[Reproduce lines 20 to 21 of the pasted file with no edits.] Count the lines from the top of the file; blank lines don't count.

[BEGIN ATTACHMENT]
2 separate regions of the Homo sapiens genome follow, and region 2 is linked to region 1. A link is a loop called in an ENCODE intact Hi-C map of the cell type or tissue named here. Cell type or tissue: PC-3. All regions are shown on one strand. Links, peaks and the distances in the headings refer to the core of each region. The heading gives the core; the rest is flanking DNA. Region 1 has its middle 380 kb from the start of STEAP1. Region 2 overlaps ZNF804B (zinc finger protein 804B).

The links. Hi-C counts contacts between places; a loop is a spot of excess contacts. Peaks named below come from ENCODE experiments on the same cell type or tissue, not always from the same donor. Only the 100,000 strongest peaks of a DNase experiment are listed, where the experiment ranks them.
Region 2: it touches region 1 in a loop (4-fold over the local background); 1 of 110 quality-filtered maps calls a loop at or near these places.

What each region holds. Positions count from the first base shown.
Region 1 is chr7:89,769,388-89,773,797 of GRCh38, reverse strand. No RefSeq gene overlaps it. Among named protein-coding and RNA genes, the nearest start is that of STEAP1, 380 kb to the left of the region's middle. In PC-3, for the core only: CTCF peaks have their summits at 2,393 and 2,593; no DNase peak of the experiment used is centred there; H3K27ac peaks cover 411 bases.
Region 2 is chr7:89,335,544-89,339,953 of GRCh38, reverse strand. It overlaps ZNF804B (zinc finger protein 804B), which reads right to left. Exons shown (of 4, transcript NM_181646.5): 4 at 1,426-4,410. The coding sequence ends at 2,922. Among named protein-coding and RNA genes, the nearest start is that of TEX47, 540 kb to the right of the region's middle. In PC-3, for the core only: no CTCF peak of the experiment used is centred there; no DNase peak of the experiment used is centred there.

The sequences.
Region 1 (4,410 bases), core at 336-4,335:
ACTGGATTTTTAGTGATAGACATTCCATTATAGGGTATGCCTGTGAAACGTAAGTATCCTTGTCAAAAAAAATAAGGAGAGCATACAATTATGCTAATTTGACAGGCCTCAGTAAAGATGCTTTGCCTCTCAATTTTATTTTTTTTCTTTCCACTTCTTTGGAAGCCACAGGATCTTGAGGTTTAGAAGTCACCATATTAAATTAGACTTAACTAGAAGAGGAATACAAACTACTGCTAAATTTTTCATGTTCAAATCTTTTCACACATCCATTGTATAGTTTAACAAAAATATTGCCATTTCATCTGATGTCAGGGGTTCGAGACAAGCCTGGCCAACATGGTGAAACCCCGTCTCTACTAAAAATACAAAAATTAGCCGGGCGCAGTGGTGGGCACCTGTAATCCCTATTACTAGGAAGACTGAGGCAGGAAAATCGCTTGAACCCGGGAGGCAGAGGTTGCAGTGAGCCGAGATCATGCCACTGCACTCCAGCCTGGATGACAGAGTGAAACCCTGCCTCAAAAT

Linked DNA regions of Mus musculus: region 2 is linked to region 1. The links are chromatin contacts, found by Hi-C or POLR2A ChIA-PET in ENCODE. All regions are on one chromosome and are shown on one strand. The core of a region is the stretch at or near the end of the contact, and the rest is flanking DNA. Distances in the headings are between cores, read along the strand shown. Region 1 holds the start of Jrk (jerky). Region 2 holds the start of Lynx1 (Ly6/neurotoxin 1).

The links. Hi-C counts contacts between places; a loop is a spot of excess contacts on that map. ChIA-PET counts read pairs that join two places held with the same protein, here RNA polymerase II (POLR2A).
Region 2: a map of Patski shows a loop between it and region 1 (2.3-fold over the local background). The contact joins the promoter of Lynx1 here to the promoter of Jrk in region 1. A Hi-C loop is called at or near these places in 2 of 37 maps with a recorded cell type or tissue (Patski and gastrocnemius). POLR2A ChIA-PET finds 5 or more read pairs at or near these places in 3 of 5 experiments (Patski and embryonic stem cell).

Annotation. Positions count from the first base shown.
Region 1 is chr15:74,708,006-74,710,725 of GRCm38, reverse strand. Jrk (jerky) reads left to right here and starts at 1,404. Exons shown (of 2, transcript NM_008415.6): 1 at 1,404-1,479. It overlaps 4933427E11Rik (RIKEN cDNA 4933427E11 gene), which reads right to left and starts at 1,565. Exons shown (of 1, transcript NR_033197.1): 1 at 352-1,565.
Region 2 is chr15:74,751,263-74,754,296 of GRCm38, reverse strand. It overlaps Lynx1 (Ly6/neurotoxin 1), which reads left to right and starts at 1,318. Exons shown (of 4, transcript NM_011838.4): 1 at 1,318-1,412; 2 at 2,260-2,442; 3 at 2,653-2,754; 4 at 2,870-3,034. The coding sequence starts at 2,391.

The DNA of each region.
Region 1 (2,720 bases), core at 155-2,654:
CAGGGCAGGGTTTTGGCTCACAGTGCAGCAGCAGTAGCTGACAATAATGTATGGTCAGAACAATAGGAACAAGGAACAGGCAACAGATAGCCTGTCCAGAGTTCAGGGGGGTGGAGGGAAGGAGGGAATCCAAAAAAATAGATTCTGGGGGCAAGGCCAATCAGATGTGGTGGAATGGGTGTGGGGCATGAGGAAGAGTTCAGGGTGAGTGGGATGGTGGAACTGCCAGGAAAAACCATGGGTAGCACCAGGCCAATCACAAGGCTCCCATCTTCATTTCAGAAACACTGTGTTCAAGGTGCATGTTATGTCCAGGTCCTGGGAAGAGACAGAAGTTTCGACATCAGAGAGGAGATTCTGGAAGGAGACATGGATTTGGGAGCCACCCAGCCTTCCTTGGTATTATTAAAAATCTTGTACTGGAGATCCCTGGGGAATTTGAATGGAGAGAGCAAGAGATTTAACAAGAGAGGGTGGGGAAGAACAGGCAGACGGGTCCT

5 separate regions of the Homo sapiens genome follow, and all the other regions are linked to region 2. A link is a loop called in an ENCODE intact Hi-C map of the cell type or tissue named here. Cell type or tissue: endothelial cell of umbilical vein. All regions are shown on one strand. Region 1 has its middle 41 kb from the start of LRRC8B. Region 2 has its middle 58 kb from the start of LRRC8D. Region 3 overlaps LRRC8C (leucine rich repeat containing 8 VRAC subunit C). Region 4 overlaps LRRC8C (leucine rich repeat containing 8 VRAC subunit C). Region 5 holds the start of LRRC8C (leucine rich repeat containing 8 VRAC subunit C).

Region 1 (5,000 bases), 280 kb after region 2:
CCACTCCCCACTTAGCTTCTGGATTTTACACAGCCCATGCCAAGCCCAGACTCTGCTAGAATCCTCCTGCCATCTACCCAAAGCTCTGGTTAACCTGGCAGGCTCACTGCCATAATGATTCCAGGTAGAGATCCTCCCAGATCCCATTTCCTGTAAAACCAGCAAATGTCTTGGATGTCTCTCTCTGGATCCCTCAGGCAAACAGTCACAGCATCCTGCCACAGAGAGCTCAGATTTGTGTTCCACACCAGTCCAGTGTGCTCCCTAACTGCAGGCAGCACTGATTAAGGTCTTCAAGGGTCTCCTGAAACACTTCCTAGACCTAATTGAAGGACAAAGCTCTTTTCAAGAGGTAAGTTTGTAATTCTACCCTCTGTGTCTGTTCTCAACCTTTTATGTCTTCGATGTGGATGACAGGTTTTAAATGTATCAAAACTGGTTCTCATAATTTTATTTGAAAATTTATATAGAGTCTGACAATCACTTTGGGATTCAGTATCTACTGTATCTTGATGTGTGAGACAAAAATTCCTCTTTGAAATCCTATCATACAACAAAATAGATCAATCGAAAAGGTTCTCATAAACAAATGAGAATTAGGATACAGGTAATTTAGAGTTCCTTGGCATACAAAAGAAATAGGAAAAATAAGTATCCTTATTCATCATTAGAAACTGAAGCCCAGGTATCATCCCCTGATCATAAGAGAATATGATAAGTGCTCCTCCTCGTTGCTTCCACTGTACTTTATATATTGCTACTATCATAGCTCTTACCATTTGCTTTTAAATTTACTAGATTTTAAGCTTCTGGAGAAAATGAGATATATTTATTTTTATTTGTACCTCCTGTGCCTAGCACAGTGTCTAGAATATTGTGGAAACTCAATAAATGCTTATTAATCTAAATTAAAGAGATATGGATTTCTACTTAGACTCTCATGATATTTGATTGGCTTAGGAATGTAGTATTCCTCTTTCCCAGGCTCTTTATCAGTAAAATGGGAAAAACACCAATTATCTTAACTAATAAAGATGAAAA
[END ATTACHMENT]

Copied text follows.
Region 1 (5,000 bases), 280 kb after region 2:
CCACTCCCCACTTAGCTTCTGGATTTTACACAGCCCATGCCAAGCCCAGACTCTGCTAGAATCCTCCTGCCATCTACCCAAAGCTCTGGTTAACCTGGCAGGCTCACTGCCATAATGATTCCAGGTAGAGATCCTCCCAGATCCCATTTCCTGTAAAACCAGCAAATGTCTTGGATGTCTCTCTCTGGATCCCTCAGGCAAACAGTCACAGCATCCTGCCACAGAGAGCTCAGATTTGTGTTCCACACCAGTCCAGTGTGCTCCCTAACTGCAGGCAGCACTGATTAAGGTCTTCAAGGGTCTCCTGAAACACTTCCTAGACCTAATTGAAGGACAAAGCTCTTTTCAAGAGGTAAGTTTGTAATTCTACCCTCTGTGTCTGTTCTCAACCTTTTATGTCTTCGATGTGGATGACAGGTTTTAAATGTATCAAAACTGGTTCTCATAATTTTATTTGAAAATTTATATAGAGTCTGACAATCACTTTGGGATTCAGTATCTACTGTATCTTGATGTGTGAGACAAAAATTCCTCTTTGAAATCCTATCATACAACAAAATAGATCAATCGAAAAGGTTCTCATAAACAAATGAGAATTAGGATACAGGTAATTTAGAGTTCCTTGGCATACAAAAGAAATAGGAAAAATAAGTATCCTTATTCATCATTAGAAACTGAAGCCCAGGTATCATCCCCTGATCATAAGAGAATATGATAAGTGCTCCTCCTCGTTGCTTCCACTGTACTTTATATATTGCTACTATCATAGCTCTTACCATTTGCTTTTAAATTTACTAGATTTTAAGCTTCTGGAGAAAATGAGATATATTTATTTTTATTTGTACCTCCTGTGCCTAGCACAGTGTCTAGAATATTGTGGAAACTCAATAAATGCTTATTAATCTAAATTAAAGAGATATGGATTTCTACTTAGACTCTCATGATATTTGATTGGCTTAGGAATGTAGTATTCCTCTTTCCCAGGCTCTTTATCAGTAAAATGGGAAAAACACCAATTATCTTAACTAATAAAGATGAAAA